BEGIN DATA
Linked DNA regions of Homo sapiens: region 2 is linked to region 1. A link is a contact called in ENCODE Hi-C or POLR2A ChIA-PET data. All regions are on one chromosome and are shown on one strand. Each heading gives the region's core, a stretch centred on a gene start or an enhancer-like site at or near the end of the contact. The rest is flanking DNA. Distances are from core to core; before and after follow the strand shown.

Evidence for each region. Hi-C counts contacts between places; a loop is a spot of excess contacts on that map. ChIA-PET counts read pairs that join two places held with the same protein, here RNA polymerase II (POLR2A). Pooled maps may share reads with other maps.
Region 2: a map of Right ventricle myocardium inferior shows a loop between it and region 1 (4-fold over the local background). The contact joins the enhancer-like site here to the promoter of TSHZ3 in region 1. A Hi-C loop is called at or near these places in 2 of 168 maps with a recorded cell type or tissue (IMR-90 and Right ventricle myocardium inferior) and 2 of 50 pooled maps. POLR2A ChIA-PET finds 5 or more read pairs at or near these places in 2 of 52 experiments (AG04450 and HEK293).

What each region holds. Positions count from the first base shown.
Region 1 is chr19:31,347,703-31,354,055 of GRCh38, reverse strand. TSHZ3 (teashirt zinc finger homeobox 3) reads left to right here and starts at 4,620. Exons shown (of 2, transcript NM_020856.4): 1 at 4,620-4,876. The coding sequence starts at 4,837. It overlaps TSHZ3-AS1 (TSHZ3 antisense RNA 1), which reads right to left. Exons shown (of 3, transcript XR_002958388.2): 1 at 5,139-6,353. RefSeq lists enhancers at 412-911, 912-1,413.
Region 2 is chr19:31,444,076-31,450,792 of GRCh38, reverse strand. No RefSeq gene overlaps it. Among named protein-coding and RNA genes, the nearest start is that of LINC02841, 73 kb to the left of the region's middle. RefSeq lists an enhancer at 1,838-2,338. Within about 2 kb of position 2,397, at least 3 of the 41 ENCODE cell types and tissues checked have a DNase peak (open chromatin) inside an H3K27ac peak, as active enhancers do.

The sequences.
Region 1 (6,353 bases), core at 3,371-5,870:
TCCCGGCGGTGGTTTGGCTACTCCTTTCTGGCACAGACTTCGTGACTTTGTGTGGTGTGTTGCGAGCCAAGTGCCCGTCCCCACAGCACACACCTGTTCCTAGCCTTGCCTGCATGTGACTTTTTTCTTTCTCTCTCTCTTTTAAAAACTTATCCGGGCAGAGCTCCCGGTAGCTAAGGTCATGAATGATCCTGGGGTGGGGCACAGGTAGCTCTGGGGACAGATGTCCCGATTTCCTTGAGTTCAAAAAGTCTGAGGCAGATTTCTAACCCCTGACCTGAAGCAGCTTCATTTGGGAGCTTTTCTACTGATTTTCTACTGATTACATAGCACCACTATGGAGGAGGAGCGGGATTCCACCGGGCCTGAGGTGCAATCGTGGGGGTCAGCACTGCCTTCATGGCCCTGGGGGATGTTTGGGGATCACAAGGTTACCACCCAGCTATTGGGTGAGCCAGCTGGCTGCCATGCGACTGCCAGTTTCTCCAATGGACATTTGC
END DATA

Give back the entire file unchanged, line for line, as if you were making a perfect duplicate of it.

Linked DNA regions of Homo sapiens: region 2 is linked to region 1. A link is a contact called in ENCODE Hi-C or POLR2A ChIA-PET data. All regions are on one chromosome and are shown on one strand. Each heading gives the region's core, a stretch centred on a gene start or an enhancer-like site at or near the end of the contact. The rest is flanking DNA. Distances are from core to core; before and after follow the strand shown.

Evidence for each region. Hi-C counts contacts between places; a loop is a spot of excess contacts on that map. ChIA-PET counts read pairs that join two places held with the same protein, here RNA polymerase II (POLR2A). Pooled maps may share reads with other maps.
Region 2: a map of Right ventricle myocardium inferior shows a loop between it and region 1 (4-fold over the local background). The contact joins the enhancer-like site here to the promoter of TSHZ3 in region 1. A Hi-C loop is called at or near these places in 2 of 168 maps with a recorded cell type or tissue (IMR-90 and Right ventricle myocardium inferior) and 2 of 50 pooled maps. POLR2A ChIA-PET finds 5 or more read pairs at or near these places in 2 of 52 experiments (AG04450 and HEK293).

What each region holds. Positions count from the first base shown.
Region 1 is chr19:31,347,703-31,354,055 of GRCh38, reverse strand. TSHZ3 (teashirt zinc finger homeobox 3) reads left to right here and starts at 4,620. Exons shown (of 2, transcript NM_020856.4): 1 at 4,620-4,876. The coding sequence starts at 4,837. It overlaps TSHZ3-AS1 (TSHZ3 antisense RNA 1), which reads right to left. Exons shown (of 3, transcript XR_002958388.2): 1 at 5,139-6,353. RefSeq lists enhancers at 412-911, 912-1,413.
Region 2 is chr19:31,444,076-31,450,792 of GRCh38, reverse strand. No RefSeq gene overlaps it. Among named protein-coding and RNA genes, the nearest start is that of LINC02841, 73 kb to the left of the region's middle. RefSeq lists an enhancer at 1,838-2,338. Within about 2 kb of position 2,397, at least 3 of the 41 ENCODE cell types and tissues checked have a DNase peak (open chromatin) inside an H3K27ac peak, as active enhancers do.

The sequences.
Region 1 (6,353 bases), core at 3,371-5,870:
TCCCGGCGGTGGTTTGGCTACTCCTTTCTGGCACAGACTTCGTGACTTTGTGTGGTGTGTTGCGAGCCAAGTGCCCGTCCCCACAGCACACACCTGTTCCTAGCCTTGCCTGCATGTGACTTTTTTCTTTCTCTCTCTCTTTTAAAAACTTATCCGGGCAGAGCTCCCGGTAGCTAAGGTCATGAATGATCCTGGGGTGGGGCACAGGTAGCTCTGGGGACAGATGTCCCGATTTCCTTGAGTTCAAAAAGTCTGAGGCAGATTTCTAACCCCTGACCTGAAGCAGCTTCATTTGGGAGCTTTTCTACTGATTTTCTACTGATTACATAGCACCACTATGGAGGAGGAGCGGGATTCCACCGGGCCTGAGGTGCAATCGTGGGGGTCAGCACTGCCTTCATGGCCCTGGGGGATGTTTGGGGATCACAAGGTTACCACCCAGCTATTGGGTGAGCCAGCTGGCTGCCATGCGACTGCCAGTTTCTCCAATGGACATTTGC